As if Vancouver needs any more ego boosting, early this month The Economist magazine’s research arm named it the world’s best place to live. The city has been at the top of the “Liveability Ranking” before, consistently scoring well in terms of stability, healthcare, education, infrastructure, culture and environment to be the planet’s “most attractive destination.” Halifax didn’t make The Economist’s list, which looks at over 130 big cities like Toronto, Geneva, Kuala Lumpur and one of the worst destinations, Algiers. But another magazine is aware. Consumer Reports picked Halifax as one of the six best places for people to retire. This is bad news, made worse by an accident of timing: A Consumer Reports deputy editor unveiled the list on CBS’s Early Show the day after Vancouver’s good news was released.
Becoming a retirement community—even a great retirement community—is not a proper ambition for any self-respecting city. Cities are where things happen. Retirement communities are designed so that nothing happens except bridge, shuffleboard and 4:30 suppers. The extreme example is a gated subdivision, with fences and security guards providing insulation for the property owners. But a town overly devoted to retirees doesn’t need gates to announce the outside world isn’t welcome. Tidy lawns, monotonous architecture and ubiquitous golf courses do the job. And the people who live in the town can simply pass their time as residents, not citizens.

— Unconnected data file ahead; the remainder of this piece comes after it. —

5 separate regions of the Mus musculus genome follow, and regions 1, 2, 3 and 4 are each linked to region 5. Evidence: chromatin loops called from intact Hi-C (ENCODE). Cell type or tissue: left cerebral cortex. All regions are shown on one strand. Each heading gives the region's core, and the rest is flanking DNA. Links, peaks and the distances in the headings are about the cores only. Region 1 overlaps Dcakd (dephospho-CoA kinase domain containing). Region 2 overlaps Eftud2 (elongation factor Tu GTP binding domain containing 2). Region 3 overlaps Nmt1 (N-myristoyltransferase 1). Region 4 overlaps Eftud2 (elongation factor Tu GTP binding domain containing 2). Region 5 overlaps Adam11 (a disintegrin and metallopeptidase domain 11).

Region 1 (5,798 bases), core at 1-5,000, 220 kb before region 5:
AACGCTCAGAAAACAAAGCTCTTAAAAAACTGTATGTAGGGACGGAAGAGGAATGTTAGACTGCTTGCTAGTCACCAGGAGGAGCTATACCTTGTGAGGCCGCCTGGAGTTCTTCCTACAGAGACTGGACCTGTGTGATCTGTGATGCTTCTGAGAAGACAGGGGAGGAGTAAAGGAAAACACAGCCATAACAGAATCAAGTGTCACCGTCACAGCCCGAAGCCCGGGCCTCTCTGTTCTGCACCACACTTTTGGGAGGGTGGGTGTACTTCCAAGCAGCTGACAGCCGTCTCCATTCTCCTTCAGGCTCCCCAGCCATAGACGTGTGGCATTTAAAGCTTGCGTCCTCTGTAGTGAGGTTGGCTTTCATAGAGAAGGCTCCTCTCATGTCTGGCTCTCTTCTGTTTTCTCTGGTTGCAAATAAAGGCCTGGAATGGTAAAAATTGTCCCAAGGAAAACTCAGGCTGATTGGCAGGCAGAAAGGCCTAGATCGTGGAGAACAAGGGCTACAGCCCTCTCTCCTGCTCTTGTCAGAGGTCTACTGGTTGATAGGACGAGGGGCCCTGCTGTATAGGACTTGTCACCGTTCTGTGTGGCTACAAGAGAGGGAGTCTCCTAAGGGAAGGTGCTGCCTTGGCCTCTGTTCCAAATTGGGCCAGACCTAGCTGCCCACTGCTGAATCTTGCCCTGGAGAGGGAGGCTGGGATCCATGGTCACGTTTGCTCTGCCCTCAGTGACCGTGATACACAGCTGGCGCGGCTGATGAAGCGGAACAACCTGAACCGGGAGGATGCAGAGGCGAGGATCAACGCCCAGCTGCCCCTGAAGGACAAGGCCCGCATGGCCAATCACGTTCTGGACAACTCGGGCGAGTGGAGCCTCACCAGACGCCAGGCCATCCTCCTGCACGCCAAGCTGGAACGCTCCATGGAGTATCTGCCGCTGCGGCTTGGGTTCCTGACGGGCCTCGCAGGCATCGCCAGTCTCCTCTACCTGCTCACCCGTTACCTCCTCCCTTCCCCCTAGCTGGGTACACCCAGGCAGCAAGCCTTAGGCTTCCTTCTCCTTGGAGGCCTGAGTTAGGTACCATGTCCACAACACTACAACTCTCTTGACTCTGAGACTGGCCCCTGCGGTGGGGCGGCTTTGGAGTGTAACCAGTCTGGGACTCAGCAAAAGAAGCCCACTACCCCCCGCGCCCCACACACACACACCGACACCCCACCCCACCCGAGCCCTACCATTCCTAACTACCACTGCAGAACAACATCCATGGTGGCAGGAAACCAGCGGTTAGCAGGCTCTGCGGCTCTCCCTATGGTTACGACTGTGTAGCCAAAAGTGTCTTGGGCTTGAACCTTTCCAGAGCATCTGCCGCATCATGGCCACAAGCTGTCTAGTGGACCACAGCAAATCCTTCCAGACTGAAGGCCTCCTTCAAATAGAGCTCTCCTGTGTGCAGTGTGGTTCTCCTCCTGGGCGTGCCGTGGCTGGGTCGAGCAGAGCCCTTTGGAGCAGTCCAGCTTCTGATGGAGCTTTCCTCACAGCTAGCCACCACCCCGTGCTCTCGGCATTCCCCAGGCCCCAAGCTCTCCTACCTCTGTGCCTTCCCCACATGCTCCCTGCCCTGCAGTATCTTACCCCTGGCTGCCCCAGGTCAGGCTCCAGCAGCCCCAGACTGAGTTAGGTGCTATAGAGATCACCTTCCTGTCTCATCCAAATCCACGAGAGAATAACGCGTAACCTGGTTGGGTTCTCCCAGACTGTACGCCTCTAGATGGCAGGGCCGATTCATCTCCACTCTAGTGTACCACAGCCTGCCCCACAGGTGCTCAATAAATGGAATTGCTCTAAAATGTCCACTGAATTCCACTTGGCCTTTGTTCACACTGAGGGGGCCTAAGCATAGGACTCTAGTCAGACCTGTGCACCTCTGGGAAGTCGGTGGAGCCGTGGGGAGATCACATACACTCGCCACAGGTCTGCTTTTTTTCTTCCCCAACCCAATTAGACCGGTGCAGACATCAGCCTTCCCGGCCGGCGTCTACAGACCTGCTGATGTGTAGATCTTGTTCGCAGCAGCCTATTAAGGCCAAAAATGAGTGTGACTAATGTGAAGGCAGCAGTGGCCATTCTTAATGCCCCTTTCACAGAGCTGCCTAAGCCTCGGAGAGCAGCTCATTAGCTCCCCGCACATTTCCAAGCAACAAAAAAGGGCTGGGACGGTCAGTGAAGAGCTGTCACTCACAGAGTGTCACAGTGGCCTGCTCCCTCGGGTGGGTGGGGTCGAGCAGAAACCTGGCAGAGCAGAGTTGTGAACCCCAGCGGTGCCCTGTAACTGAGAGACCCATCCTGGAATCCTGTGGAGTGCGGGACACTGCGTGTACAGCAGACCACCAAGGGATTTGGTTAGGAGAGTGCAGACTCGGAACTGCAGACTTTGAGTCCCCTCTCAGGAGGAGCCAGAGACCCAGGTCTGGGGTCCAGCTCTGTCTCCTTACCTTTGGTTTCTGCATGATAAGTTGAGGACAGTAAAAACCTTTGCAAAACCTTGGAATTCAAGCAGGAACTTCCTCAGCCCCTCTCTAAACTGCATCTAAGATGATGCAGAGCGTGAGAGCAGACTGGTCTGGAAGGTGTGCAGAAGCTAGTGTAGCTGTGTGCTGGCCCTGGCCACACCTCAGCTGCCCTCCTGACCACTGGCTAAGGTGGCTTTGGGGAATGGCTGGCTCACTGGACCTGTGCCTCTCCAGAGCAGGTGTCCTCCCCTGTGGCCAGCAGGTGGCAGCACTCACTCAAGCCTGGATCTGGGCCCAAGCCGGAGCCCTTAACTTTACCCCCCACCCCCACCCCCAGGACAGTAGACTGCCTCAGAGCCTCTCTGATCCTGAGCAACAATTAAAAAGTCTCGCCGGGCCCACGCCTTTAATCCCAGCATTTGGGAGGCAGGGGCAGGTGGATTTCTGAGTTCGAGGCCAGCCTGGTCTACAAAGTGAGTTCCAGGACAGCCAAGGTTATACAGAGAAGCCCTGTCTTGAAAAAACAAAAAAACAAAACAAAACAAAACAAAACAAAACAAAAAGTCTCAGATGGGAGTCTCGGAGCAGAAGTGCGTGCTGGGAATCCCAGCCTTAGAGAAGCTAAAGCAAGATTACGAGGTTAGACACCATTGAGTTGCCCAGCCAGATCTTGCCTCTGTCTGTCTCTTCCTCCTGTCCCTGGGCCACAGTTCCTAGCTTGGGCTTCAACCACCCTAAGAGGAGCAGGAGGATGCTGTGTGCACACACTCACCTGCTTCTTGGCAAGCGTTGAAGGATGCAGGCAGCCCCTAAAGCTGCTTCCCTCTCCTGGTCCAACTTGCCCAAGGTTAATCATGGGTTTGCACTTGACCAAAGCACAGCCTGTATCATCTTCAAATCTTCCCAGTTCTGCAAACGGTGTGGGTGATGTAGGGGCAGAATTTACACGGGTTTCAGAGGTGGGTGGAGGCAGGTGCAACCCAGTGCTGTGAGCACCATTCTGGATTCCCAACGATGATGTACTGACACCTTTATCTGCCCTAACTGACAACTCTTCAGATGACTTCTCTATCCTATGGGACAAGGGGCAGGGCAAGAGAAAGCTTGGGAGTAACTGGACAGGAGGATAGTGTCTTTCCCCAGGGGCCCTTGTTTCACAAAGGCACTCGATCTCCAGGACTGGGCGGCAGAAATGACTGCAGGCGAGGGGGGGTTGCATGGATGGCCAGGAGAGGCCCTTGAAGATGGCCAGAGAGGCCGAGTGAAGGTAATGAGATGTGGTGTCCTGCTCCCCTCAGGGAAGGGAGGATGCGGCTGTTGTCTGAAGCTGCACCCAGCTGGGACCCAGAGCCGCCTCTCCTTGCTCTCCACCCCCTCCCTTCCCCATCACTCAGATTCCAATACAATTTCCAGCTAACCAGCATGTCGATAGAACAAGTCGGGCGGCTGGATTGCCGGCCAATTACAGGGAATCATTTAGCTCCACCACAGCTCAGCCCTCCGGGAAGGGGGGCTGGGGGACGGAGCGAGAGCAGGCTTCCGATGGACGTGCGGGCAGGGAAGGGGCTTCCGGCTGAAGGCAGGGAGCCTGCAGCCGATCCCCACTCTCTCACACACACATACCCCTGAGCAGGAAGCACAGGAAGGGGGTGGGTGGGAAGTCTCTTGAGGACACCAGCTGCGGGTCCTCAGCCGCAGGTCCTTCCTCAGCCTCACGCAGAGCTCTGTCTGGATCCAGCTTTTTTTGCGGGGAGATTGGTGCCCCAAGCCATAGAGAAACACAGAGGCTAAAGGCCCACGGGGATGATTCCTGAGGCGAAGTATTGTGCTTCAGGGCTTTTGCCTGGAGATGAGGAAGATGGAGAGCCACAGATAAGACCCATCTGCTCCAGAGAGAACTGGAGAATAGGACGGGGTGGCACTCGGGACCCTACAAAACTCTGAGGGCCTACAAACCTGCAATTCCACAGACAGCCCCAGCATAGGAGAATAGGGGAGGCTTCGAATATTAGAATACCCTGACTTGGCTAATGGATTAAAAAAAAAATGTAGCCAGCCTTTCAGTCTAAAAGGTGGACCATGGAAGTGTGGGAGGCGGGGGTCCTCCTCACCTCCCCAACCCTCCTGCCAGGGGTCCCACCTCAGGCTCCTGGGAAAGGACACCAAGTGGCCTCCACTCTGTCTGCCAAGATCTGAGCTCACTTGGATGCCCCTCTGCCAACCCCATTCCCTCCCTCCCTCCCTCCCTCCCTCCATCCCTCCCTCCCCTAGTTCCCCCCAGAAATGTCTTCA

Halifax is already too old. The condo construction boom is fueled by retirees coming from other parts of the province. And our massive student population is facing increasing pressure to behave more like everyone else—quietly and with fewer porch couches—in shared residential neighbourhoods. The city could use ways to make visiting students—not geezers—feel so welcome that they stay after graduation and add life to the place. What was Consumer Reports thinking?
“It’s not meant to be definitive,” says Consumer Reports finance editor Marlys Harris of the list. The magazine was doing a story about retirement, and came across geography prof Warren Bland, author of Retire in Style. Bland offered his predictions of what places will make for choice retirement locations in about 10 years, naming Lexington, Virginia; Thomasville, Georgia; Tallahassee, Florida; Carson City, Nevada; Vernon, BC, and Halifax. “We thought it would be good to amplify it a little,” says Harris in a phone call from her office just outside New York City. The idea of an American picking Canada over sunny Arizona or Florida isn’t outlandish, Harris says, given factors including “the inclement political climate here.”
Although the relevant issue of the magazine isn’t on newsstands yet, the CBS News website article “Perfect Places to Retire” further explains the selection criteria. Apparently college towns and retirement generally go together because there are lots of cheap food and entertainment options—the curse of a fixed income knows no age discrimination—and the town often has a big teaching hospital. Environmental factors are also at work. “One thing these cities have in common is their beautiful surroundings. Carson City is next to Lake Tahoe. Halifax has a large beach and Lexington is near the Blue Ridge Mountains.”
On second thought, this retirement haven thing might be alright. Somebody who’d decide to spend their golden years here based on CBS promising a large beach is a risk-taking dreamer, and the city can always use more of those. Of course we’ll need zoning restrictions to make sure the retirees live among other citizens, limiting the sterile “retirement community” feeling. And the influx of new old blood is bound to cause some distrust at first. But when city council has to bite the bullet and provide sidewalk snow removal across Metro, both young and old will cheer.
Liquid paper: In last week’s DJ Olympics Sure Thing we accidentally forgot the photo credit. Photographer Kelly Clark took the shot.
What’s scarier than Halifax becoming a retirement community? Send ideas to me by email: email@example.com.